School health services, health promotion and health outcomes: an investigation of the Health Promoting Schools approach as supported by school nurses
Carlsson, Dru (2005) School health services, health promotion and health outcomes: an investigation of the Health Promoting Schools approach as supported by school nurses. .
Health promotion interventions in schools have grown in popularity and have demonstrated varying degrees of effectiveness on the health of the school and its individuals. The School Based Youth Health Nurse (SBYHN) Program introduced in 1999 by Queensland Health into state secondary schools supports and encourages use of the Health Promoting Schools (HPS) approach in addressing health issues, in addition to providing individual health consultations to the school community. This Program is unique in that a health service is entering into the education system with a role of supporting implementation of a comprehensive approach to addressing health issues.
The study investigates how SBYHNs support the implementation of the HPS approach in the secondary school setting and explores the health outcomes for the school community. A statewide survey of SBYHNs examines the variety of health promotion and HPS work being undertaken within schools and identifies key implementation and practice issues. Qualitative case studies of three schools further investigates the barriers faced by nurses in supporting HPS implementation, and explores the perceived outcomes of implementing the HPS approach that have begun to emerge within the school community.
Results found that nurses have the capacity to support the implementation of whole-of-school health promotion, with the presence of enablers influencing the comprehensiveness with which schools address health issues or decide to adopt the HPS approach. The study also indicated several outcomes of nurse and school-supported, comprehensive school health promotion across three major areas corresponding with the HPS framework (curriculum, teaching and learning; school organisation, ethos and environment; partnerships and services) and the addition of outcomes in specific health issues.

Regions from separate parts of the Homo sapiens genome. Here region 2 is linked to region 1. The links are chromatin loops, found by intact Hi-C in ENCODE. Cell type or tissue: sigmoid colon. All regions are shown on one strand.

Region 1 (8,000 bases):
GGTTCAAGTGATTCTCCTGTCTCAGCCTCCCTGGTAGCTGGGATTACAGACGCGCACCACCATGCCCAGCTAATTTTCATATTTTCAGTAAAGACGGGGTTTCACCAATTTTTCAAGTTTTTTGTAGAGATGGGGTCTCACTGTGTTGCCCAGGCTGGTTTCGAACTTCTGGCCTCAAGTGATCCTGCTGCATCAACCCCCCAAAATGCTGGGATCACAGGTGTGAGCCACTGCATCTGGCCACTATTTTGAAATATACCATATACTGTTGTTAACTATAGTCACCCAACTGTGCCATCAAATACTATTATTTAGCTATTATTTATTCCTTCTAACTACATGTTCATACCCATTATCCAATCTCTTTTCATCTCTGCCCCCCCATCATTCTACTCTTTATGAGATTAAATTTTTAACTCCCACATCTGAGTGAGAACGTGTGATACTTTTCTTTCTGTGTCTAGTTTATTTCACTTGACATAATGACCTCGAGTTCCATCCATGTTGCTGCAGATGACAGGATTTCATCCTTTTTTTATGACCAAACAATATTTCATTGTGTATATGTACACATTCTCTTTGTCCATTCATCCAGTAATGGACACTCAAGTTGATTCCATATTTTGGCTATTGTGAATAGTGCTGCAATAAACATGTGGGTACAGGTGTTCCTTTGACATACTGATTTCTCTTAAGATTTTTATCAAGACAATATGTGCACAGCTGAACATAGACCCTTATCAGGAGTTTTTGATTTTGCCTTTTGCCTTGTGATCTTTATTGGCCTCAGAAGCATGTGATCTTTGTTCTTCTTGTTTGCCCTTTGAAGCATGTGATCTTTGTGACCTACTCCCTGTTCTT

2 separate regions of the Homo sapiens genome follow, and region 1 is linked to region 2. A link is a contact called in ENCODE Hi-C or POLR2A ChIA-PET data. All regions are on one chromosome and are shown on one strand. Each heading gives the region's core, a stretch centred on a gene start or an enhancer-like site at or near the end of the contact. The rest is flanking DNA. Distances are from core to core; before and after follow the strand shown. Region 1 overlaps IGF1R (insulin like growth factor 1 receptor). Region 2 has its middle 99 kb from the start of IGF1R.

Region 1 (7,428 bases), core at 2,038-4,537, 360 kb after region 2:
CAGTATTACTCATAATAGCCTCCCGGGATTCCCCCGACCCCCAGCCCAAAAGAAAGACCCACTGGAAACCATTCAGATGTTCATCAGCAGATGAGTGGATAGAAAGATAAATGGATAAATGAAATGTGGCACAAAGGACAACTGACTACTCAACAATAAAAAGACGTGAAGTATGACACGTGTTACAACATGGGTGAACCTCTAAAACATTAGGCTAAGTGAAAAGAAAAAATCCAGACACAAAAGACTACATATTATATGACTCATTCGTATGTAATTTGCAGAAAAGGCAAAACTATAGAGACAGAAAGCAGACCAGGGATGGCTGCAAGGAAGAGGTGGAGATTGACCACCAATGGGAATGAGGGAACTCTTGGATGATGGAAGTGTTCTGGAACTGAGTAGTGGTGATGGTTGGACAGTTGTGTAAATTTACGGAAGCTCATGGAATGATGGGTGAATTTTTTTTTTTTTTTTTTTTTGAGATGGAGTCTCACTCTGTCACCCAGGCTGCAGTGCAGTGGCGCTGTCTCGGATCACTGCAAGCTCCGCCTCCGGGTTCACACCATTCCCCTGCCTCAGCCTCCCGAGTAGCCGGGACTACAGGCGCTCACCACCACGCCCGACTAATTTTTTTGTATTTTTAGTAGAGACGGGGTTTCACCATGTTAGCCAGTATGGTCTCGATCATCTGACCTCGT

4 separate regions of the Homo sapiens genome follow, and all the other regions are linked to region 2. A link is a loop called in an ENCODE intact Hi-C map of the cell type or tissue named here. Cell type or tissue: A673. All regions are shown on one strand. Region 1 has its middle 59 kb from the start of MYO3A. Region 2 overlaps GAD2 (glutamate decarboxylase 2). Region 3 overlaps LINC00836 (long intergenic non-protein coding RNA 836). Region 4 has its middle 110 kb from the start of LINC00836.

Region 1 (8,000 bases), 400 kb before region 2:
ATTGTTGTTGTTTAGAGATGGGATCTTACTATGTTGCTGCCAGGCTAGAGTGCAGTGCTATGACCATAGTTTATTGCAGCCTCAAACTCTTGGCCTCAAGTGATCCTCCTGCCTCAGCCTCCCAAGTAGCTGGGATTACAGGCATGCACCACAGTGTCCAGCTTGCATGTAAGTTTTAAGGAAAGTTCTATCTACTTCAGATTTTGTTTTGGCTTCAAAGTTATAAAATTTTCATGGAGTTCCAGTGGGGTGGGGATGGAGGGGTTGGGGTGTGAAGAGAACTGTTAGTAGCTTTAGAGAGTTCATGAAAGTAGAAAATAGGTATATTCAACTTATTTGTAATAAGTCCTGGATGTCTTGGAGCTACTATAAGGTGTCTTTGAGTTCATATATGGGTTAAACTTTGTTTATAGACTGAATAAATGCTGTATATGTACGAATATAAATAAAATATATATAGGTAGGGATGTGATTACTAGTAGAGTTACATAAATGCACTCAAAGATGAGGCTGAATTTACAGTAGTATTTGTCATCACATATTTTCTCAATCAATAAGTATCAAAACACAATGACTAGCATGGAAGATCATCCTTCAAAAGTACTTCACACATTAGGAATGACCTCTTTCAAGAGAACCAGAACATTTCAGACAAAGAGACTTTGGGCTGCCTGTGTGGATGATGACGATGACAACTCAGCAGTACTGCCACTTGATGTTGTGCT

Implications for future developments in health promotion-orientated, school health service interventions and research into the evidence of effectiveness of the HPS approach are discussed.
Impact and interest:
Citation countsare sourced monthly fromand citation databases.
These databases contain citations from different subsets of available publications and different time periods and thus the citation count from each is usually different. Some works are not in either database and no count is displayed. Scopus includes citations from articles published in 1996 onwards, and Web of Science® generally from 1980 onwards.
Citations counts from theindexing service can be viewed at the linked Google Scholar™ search.
Full-text downloadsdisplays the total number of times this work’s files (e.g., a PDF) have been downloaded from QUT ePrints as well as the number of downloads in the previous 365 days. The count includes downloads for all files if a work has more than one.
|Item Type:||QUT Thesis (PhD)|
|Supervisor:||Stewart, Donald& Newman, Beth|
|Keywords:||school health services, health promotion, health outcomes, school nurses, School Based Youth Health Nurse (SBYHN), Queensland Health|
|Divisions:||Current > QUT Faculties and Divisions > Faculty of Health|
Current > Schools > School of Public Health & Social Work
|Department:||Faculty of Health|
|Institution:||Queensland University of Technology|
|Copyright Owner:||Copyright Dru Carlsson|
|Deposited On:||03 Dec 2008 13:58|
|Last Modified:||29 Oct 2011 05:44|
Repository Staff Only: item control page